Equine Multisystemic Eosinophilic Epitheliotrophic Disease

Multisystemic eosinophilic epitheliotrophic disease (MEED) is a rare, chronic wasting disease of horses characterized by development of granulomas (nodules or masses) in numerous organs. These granulomas are composed of large numbers of inflammatory cells, especially eosinophils (a type of white blood cell that responds to allergic and parasitic stimuli).

Although the cause and pathogenesis are unknown, possibilities include an exaggerated Type 2 hypersensitivity response involving helper T-lymphocytes and a hypersensitivity response to nematode parasites. MEED has also been reported in cases with concurrent lymphoma.

Affected horses rarely present with acute disease and veterinary attention is not usually sought until chronic signs are apparent, which can take several months. Younger horses are predominantly affected and there is no sex or breed predisposition or specific geographic incidence, with sporadic cases reported from the United States, United Kingdom, Canada, and Australia.

Presenting signs vary according to the body systems involved, with the skin and gastrointestinal tract most commonly affected. Dull demeanor, inappetance, severe weight loss, diarrhea, and dermatitis are frequently reported. Skin lesions start with dry, scaly cracks and inflammation at the coronary bands and oral mucosa, then develop into widespread crusting and exudation over the face, limbs, and ventral abdomen. Lesions may initially be pruritic (itchy) and progress to hair loss and thickening and cracking of the skin. Rarely, respiratory signs, nasal and ocular discharge, swollen submandibular lymph nodes, chronic cough, and respiratory distress can predominate.

No specific diagnostic tests exist for MEED, making it a diagnosis of exclusion. Differential diagnoses include lymphoma with dermal and systemic involvement, systemic lupus erythematosus (a rare, chronic, multisystemic autoimmune disorder, characterized by the production of autoantibodies to DNA and normal cellular constituents), pemphigus foliaceus (an autoimmune skin disease characterized by autoantibody production and the subsequent development of vesicles and pustules in the superficial layers of the skin.), and granulomatous enteritis (a condition in which different types of white blood cells will infiltrate the intestinal wall, possibly stimulated by an infection or immune/ allergic-type response).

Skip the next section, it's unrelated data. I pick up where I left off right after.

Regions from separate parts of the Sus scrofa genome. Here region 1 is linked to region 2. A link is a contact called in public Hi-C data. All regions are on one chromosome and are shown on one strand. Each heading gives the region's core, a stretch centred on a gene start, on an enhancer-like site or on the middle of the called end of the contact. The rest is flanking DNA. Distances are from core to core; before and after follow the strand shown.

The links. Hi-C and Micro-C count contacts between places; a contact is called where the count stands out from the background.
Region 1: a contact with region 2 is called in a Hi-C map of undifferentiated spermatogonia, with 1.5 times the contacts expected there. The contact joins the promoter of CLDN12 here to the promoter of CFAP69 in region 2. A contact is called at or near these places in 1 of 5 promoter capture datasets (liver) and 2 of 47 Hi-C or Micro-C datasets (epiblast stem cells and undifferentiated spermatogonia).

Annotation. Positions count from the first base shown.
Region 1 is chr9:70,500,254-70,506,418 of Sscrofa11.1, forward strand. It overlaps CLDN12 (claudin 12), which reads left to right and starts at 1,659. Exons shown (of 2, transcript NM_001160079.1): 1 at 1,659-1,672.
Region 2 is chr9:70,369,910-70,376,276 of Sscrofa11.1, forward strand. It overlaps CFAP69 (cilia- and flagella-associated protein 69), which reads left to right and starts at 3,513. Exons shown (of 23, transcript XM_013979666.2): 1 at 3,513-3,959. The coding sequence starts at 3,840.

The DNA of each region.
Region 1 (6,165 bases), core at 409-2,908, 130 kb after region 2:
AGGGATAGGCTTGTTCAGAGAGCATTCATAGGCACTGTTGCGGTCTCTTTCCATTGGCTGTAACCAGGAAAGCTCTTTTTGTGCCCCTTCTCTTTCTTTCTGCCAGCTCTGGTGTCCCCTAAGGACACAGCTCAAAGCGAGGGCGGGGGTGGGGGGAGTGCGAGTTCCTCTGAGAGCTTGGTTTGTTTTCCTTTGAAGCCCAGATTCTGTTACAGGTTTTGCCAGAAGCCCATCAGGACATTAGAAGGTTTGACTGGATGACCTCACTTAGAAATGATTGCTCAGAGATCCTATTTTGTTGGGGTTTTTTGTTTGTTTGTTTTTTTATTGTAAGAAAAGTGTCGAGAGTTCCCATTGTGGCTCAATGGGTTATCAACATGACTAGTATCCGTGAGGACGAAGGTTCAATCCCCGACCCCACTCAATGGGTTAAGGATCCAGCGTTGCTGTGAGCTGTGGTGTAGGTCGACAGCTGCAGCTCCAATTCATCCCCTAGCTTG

A full clinical examination should be performed, including rectal examination to identify any mesenteric lymph node swelling. Clinical pathology commonly shows a nonspecific inflammatory profile and hyperfibrinogenemia. Peripheral eosinophilia is rarely present but increased eosinophils may be found in tracheal wash, bronchoalveolar lavage, and peritoneal fluids. Hypoproteinemia, due to hypoalbuminemia, occurs when gastrointestinal lesions are present. Cases with significant intestinal infiltrate also will have evidence of partial or total malabsorption, determined by glucose absorption test. Elevations in liver enzymes, particularly gamma glutamyl transferase, are common due to hepatic and biliary involvement. Abdominal ultrasound may show enlarged liver, thickened intestine, enlarged and nodular pancreas, and enlarged mesenteric and intestinal lymph nodes. Thoracic radiographs may show an interstitial pattern and nodules.

Affected tissues, such as skin, oral mucosa, rectal mucosa, liver, and intestine, should be biopsied. Histopathology confirms chronic, fibrosing inflammatory reaction with infiltrates composed of lymphocytes, plasma cells, and eosinophils seen in multiple organs. In some tissues, the eosinophilic infiltrates form granulomas.

Treatment is symptomatic, including systemic broad-spectrum antibiotics, anthelmintics, and corticosteroids. Prolonged therapy may be necessary, and some relapses have been reported. Use of the antineoplastic drug hydroxyurea has had limited success; the thiopurine antimetabolite azathioprine has also been suggested as a potentially effective treatment.

A positive response to treatment shows as improved demeanor, weight gain, reduced pruritus, and resolution of diarrhea. The prognosis for horses with MEED is poor, and affected horses are generally euthanized due to lack of response to treatment. Survival and resolution of clinical signs has been reported, however, so treatment should be attempted.

CONTACT—Rachael Conwell, BVetMed, Cert EM (IntMed), Dipl. ECEIM, MRCVS—rcconwell@gmail.com—EquiMed Referrals Ltd—Tadcaster, North Yorkshire, United Kingdom

This is an excerpt from Equine Disease Quarterly, funded by underwriters at Lloyd's, London, brokers, and their Kentucky agents.

About the Author

Equine Disease Quarterly

Equine Disease Quarterly is a quarterly equine disease research newsletter published by the University of Kentucky's Gluck Equine Research Center, and funded by underwriters at Lloyd's of London, brokers, and their agents.

Stay on top of the most recent Horse Health news with FREE weekly newsletters from TheHorse.com. Learn More

Free Newsletters

Sign up for the latest in:

From our partners